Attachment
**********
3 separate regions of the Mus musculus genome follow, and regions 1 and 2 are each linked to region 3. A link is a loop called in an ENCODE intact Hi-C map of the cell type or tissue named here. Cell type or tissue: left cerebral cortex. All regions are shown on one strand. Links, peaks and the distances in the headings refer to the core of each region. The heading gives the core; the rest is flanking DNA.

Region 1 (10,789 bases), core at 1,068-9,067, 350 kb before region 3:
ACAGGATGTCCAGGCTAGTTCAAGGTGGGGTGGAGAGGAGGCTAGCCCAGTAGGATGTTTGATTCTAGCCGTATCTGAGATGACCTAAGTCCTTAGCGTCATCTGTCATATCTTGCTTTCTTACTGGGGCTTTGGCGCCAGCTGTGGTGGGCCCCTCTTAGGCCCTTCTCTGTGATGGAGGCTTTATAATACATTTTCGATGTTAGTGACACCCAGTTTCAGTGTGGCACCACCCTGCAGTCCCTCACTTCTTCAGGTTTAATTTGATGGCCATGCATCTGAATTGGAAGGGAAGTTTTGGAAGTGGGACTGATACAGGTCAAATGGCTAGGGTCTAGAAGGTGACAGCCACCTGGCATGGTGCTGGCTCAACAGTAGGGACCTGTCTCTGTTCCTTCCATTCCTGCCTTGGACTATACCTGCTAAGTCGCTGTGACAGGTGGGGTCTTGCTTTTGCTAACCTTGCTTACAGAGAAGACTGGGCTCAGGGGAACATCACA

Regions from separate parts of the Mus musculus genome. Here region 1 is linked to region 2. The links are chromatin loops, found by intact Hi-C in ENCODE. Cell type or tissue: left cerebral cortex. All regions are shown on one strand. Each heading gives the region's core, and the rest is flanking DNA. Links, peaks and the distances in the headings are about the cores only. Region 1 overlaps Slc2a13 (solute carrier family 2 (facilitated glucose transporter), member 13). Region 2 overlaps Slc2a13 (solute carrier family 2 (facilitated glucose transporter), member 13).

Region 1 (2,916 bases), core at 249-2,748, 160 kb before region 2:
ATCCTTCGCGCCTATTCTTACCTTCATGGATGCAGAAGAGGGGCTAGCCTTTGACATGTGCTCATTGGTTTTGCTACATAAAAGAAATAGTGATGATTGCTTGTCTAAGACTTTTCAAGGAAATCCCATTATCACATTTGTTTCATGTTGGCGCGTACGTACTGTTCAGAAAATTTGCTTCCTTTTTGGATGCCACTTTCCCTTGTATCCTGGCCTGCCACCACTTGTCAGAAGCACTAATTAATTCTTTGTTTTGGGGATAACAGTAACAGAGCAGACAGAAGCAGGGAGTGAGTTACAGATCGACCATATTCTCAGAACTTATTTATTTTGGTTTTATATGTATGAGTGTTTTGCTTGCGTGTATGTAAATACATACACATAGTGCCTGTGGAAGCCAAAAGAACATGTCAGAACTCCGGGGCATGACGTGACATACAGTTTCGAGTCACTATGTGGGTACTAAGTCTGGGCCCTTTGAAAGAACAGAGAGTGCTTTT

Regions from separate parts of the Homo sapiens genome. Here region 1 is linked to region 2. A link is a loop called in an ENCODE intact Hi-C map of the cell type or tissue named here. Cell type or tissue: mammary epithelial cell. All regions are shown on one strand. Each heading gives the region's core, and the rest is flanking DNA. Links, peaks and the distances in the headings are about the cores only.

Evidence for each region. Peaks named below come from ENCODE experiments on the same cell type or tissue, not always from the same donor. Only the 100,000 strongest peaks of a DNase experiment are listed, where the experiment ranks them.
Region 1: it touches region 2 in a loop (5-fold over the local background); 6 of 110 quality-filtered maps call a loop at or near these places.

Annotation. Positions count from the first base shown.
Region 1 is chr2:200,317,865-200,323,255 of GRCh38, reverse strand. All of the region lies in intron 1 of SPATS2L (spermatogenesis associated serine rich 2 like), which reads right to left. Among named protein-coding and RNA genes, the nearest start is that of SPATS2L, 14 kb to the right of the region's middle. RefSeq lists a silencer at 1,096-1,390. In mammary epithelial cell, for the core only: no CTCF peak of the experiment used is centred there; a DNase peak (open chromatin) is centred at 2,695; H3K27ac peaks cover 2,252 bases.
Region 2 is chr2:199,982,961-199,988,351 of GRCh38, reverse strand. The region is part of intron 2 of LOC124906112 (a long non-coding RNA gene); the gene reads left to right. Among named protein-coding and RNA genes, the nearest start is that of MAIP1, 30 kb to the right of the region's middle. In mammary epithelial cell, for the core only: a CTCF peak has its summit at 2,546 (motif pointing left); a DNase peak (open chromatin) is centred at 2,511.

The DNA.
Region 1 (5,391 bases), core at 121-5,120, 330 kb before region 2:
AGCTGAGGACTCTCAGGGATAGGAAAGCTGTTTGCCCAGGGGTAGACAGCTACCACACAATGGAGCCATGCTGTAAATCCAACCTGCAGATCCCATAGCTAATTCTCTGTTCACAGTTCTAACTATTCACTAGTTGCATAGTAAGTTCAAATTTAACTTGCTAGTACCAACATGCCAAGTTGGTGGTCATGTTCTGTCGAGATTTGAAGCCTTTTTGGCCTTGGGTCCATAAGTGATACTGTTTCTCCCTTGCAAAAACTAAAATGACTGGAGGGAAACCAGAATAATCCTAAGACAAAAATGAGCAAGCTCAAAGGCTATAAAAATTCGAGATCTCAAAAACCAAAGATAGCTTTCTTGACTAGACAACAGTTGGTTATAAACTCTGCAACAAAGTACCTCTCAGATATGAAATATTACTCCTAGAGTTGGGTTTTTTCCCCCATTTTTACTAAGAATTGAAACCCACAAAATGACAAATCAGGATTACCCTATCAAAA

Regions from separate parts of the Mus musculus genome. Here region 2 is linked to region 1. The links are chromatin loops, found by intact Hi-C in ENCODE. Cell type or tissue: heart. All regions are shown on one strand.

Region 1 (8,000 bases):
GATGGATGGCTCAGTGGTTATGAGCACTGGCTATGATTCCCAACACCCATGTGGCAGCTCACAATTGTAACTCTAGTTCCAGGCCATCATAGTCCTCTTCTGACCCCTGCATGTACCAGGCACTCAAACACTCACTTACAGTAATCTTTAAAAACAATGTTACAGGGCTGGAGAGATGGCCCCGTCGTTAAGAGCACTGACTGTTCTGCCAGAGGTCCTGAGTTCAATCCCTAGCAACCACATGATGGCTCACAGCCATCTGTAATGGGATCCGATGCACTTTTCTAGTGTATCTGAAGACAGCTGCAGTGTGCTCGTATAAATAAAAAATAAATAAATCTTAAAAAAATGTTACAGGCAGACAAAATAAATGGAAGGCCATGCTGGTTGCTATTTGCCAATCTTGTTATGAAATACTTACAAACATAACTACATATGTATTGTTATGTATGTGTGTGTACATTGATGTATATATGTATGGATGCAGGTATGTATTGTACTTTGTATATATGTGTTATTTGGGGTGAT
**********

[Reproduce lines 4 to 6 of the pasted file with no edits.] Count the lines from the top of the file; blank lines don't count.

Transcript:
Regions from separate parts of the Mus musculus genome. Here region 1 is linked to region 2. The links are chromatin loops, found by intact Hi-C in ENCODE. Cell type or tissue: left cerebral cortex. All regions are shown on one strand. Each heading gives the region's core, and the rest is flanking DNA. Links, peaks and the distances in the headings are about the cores only. Region 1 overlaps Slc2a13 (solute carrier family 2 (facilitated glucose transporter), member 13). Region 2 overlaps Slc2a13 (solute carrier family 2 (facilitated glucose transporter), member 13).

Region 1 (2,916 bases), core at 249-2,748, 160 kb before region 2:
ATCCTTCGCGCCTATTCTTACCTTCATGGATGCAGAAGAGGGGCTAGCCTTTGACATGTGCTCATTGGTTTTGCTACATAAAAGAAATAGTGATGATTGCTTGTCTAAGACTTTTCAAGGAAATCCCATTATCACATTTGTTTCATGTTGGCGCGTACGTACTGTTCAGAAAATTTGCTTCCTTTTTGGATGCCACTTTCCCTTGTATCCTGGCCTGCCACCACTTGTCAGAAGCACTAATTAATTCTTTGTTTTGGGGATAACAGTAACAGAGCAGACAGAAGCAGGGAGTGAGTTACAGATCGACCATATTCTCAGAACTTATTTATTTTGGTTTTATATGTATGAGTGTTTTGCTTGCGTGTATGTAAATACATACACATAGTGCCTGTGGAAGCCAAAAGAACATGTCAGAACTCCGGGGCATGACGTGACATACAGTTTCGAGTCACTATGTGGGTACTAAGTCTGGGCCCTTTGAAAGAACAGAGAGTGCTTTT